Often during that week, Julie would get their attention by saying, "Hey,
Blanc." Translated into English, that means "Hey, white person.""She was
Miss Personality," Patterson said. Returning Julie to the orphanage--a
building in downtown Port-au-Prince where the children are kept inside
24 hours a day because it's unsafe on the streets--was difficult. Julie
cried and once again stared as Patterson walked away.The Pattersons, who
had once pledged not to have children, agreed to adopt Julie and bring
her to their home near Mount Vernon. "We had been home only a couple of
hours," Patterson said. "Rob said, 'Yeah, I guess there's something
missing, isn't there?' We had gotten so used to having her there."
That decision launched the couple on a year-long race against the
clock to fulfill the bureaucratic requirements of adoption before Julie
turned 6. Under Haitian law, abandoned children 6 or older may not
be adopted by anyone. First came the inquiries by social service
agencies, psychologists, counselors--all aiming to make sure they would
be fit parents. Their backgrounds were checked--even the number of
traffic tickets they had received--and they were asked to write essays
about themselves. How did you grow up? What were your parents like?
How will you discipline your child? Then came the tests: for AIDS,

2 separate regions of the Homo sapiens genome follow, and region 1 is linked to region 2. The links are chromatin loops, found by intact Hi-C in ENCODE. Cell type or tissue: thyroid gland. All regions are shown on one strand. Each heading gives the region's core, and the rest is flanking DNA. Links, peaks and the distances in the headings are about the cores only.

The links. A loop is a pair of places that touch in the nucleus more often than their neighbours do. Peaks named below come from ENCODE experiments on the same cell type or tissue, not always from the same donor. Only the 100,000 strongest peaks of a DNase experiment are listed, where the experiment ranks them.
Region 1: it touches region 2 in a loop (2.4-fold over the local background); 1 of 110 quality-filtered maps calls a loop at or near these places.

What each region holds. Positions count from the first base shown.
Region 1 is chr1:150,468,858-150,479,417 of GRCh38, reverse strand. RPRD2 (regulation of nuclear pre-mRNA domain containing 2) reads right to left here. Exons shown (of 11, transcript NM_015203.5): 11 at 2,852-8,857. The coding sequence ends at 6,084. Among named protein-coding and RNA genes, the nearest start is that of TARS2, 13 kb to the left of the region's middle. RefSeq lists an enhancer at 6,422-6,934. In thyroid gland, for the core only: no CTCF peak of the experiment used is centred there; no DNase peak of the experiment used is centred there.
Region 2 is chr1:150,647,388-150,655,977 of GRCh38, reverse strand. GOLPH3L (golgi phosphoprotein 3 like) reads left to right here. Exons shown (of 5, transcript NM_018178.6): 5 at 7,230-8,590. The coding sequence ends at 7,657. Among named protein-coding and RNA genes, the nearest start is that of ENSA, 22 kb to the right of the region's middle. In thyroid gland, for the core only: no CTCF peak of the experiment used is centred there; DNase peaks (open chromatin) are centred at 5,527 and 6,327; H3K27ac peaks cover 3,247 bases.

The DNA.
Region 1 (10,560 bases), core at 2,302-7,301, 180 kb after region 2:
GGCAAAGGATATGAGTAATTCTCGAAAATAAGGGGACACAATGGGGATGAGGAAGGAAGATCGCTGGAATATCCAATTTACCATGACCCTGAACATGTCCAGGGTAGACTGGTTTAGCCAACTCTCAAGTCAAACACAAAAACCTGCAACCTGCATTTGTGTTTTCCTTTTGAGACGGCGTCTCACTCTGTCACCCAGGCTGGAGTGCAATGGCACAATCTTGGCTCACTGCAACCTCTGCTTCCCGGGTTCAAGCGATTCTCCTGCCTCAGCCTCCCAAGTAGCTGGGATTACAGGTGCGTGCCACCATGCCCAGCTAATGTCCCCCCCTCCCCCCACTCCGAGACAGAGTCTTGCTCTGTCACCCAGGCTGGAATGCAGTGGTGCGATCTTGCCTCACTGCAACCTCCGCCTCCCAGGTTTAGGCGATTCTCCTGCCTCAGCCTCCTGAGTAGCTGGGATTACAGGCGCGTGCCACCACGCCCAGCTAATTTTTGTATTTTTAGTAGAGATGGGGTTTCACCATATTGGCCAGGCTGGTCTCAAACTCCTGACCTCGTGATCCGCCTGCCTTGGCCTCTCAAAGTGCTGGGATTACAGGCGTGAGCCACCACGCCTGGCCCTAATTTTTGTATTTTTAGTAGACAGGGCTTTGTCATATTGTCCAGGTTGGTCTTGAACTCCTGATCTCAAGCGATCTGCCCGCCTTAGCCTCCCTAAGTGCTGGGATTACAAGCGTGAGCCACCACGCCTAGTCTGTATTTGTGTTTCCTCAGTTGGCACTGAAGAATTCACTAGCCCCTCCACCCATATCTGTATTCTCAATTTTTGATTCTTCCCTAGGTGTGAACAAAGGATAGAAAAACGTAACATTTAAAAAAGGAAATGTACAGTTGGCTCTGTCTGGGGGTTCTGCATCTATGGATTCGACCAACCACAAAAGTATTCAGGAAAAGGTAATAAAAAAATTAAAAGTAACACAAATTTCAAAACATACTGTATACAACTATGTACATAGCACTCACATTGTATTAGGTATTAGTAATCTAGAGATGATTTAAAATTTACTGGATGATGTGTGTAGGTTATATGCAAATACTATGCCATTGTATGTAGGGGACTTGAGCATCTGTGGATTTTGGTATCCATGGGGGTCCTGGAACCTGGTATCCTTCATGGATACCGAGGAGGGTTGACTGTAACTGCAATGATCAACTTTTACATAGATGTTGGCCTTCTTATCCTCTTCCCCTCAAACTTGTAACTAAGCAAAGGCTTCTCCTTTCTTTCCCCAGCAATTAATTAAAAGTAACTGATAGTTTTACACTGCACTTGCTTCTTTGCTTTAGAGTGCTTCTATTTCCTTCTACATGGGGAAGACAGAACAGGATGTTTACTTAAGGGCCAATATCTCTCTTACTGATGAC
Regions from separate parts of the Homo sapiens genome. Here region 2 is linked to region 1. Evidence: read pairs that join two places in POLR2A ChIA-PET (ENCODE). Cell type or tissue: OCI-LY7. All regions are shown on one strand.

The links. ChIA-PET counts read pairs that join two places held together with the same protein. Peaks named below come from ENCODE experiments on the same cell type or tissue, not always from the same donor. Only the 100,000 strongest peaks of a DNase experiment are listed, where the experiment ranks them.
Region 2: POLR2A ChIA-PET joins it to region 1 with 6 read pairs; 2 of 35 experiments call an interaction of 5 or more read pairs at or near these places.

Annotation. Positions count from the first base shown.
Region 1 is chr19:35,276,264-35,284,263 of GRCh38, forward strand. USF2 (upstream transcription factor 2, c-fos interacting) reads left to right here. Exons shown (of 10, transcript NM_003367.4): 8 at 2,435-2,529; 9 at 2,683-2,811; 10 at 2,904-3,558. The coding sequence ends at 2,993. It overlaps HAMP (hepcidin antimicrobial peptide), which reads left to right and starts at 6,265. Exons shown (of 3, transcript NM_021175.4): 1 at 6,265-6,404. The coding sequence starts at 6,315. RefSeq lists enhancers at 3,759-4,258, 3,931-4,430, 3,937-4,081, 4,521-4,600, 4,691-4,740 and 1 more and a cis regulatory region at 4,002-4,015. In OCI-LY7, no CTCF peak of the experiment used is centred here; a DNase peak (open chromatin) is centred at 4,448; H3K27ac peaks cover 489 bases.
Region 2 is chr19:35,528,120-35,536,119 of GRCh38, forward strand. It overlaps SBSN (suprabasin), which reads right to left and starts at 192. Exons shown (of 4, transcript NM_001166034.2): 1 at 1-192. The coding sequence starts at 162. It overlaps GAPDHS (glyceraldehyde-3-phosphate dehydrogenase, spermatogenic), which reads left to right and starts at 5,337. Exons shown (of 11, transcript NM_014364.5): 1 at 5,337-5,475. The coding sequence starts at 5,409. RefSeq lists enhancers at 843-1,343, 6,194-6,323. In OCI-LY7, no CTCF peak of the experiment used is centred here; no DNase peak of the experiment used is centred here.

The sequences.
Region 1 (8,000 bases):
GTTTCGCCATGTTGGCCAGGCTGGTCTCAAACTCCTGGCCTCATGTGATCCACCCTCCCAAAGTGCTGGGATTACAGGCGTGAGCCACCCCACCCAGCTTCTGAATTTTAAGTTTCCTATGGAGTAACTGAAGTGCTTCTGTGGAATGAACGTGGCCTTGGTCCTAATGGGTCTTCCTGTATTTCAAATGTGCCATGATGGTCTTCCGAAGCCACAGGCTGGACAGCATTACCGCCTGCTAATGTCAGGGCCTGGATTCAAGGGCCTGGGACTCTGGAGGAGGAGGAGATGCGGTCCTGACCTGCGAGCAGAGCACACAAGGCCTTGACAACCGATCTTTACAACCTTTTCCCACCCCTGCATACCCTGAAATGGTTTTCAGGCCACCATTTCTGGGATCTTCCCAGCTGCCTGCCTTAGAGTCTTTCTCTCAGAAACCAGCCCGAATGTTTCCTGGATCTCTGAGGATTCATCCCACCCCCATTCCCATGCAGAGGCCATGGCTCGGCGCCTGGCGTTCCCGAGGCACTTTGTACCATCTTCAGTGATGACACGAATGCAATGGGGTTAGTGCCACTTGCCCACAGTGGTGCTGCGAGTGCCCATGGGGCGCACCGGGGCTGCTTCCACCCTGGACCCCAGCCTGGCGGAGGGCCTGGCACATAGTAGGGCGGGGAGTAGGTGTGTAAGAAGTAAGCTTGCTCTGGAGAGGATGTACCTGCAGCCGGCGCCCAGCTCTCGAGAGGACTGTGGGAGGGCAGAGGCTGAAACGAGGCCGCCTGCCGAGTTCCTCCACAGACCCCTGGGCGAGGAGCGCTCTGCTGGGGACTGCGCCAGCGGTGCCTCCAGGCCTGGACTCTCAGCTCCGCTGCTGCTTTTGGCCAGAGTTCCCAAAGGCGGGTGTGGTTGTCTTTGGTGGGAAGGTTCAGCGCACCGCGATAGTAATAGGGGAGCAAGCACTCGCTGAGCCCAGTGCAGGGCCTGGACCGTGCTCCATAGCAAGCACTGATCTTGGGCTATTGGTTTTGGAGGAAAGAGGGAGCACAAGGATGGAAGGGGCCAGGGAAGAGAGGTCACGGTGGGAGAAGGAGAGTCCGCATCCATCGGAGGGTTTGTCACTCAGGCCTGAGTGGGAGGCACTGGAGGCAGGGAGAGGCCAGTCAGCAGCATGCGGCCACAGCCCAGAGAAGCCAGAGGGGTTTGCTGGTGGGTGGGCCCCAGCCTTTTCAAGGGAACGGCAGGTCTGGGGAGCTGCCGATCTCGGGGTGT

tuberculosis, and complete physicals. A full psychological evaluation
was conducted, and personalreferences were called. As required, they
took two parenting classes. But it was the forms that really took
forever. There were scores of them: some for U.S. agencies; others for
the Haitian government. Each had to be translated into French and
notarized. Both governments had to authenticate the documents. The
process took close to a year, and ran through a lot of patience.
"They don't care about what you are doing, why you are doing it,"
shesaid, her voice growing bitter as she recalled the struggle. "You
have a number. Give us your papers and the money."They endured the
delays--including a terrifying week when a hurricane hit the island of
Haiti, knocking out phones--and formally adopted Julie in May, just days
before the girl's sixth birthday. She was one of 96 Haitian orphans to